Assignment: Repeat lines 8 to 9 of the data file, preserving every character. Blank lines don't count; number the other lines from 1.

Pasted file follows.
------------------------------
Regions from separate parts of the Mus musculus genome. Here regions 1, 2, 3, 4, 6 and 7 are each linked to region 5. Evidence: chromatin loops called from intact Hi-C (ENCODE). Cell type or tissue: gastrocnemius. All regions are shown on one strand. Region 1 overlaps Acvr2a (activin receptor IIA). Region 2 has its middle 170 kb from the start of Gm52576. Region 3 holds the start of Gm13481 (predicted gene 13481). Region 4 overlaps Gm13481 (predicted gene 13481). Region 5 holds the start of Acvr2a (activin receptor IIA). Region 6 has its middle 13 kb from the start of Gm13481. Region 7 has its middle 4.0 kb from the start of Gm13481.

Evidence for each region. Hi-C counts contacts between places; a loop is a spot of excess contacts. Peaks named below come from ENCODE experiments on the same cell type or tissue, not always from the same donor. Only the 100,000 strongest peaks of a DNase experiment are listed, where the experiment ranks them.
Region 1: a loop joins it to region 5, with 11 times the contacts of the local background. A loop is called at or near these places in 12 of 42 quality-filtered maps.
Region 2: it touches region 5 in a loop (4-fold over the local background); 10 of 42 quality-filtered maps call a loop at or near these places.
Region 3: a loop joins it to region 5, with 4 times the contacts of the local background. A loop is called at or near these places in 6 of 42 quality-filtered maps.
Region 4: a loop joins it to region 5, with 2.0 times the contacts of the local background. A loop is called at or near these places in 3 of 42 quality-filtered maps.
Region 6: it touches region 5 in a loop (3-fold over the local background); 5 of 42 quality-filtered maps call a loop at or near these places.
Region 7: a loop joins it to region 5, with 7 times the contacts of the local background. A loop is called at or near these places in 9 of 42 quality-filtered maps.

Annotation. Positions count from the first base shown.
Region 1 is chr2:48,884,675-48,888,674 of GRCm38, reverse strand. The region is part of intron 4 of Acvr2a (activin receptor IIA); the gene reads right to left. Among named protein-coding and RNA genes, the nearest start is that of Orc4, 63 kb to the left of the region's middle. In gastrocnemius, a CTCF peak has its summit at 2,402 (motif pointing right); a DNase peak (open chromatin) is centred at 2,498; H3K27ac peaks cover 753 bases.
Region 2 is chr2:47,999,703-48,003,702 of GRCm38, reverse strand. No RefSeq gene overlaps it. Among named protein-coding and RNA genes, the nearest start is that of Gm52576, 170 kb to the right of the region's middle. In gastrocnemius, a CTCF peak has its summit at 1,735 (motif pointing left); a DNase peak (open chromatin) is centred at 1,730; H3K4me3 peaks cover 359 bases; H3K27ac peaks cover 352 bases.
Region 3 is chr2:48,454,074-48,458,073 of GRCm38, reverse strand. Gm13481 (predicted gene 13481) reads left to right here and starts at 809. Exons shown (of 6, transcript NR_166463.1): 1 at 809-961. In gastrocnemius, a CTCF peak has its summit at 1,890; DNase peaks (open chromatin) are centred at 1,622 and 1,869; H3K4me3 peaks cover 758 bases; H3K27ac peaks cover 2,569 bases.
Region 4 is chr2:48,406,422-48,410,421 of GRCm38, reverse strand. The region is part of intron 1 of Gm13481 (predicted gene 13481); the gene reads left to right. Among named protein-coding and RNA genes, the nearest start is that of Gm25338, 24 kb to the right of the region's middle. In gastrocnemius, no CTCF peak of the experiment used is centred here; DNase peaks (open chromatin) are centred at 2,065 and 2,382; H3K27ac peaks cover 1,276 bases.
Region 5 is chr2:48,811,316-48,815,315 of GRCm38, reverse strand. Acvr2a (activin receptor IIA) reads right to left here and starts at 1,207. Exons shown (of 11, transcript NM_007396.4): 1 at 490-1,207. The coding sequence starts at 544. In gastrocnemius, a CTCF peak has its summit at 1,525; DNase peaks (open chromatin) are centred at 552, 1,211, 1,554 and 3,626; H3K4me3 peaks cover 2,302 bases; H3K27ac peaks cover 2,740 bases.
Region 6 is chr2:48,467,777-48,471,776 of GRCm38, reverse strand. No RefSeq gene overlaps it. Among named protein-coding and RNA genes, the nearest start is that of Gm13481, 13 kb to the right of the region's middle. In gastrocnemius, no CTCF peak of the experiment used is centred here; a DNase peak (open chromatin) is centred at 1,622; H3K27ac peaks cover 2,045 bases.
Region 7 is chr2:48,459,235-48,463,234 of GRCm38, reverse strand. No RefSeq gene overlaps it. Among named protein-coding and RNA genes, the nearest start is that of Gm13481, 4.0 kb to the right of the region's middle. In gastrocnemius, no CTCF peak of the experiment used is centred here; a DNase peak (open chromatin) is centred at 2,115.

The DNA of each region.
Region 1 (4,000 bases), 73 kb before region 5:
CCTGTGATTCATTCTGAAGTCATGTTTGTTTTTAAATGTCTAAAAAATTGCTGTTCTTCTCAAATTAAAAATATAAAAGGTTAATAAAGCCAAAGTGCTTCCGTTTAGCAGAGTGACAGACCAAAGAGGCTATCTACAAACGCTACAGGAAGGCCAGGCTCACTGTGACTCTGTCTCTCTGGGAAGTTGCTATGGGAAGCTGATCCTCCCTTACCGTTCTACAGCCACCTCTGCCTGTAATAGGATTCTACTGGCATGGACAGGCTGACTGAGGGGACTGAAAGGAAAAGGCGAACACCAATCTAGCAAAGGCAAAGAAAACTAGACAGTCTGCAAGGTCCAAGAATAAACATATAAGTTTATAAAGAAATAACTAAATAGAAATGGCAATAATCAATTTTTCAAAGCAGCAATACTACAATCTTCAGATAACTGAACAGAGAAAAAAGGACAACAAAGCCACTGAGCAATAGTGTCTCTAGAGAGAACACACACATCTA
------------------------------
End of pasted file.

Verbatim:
Region 7: a loop joins it to region 5, with 7 times the contacts of the local background. A loop is called at or near these places in 9 of 42 quality-filtered maps.

Annotation. Positions count from the first base shown.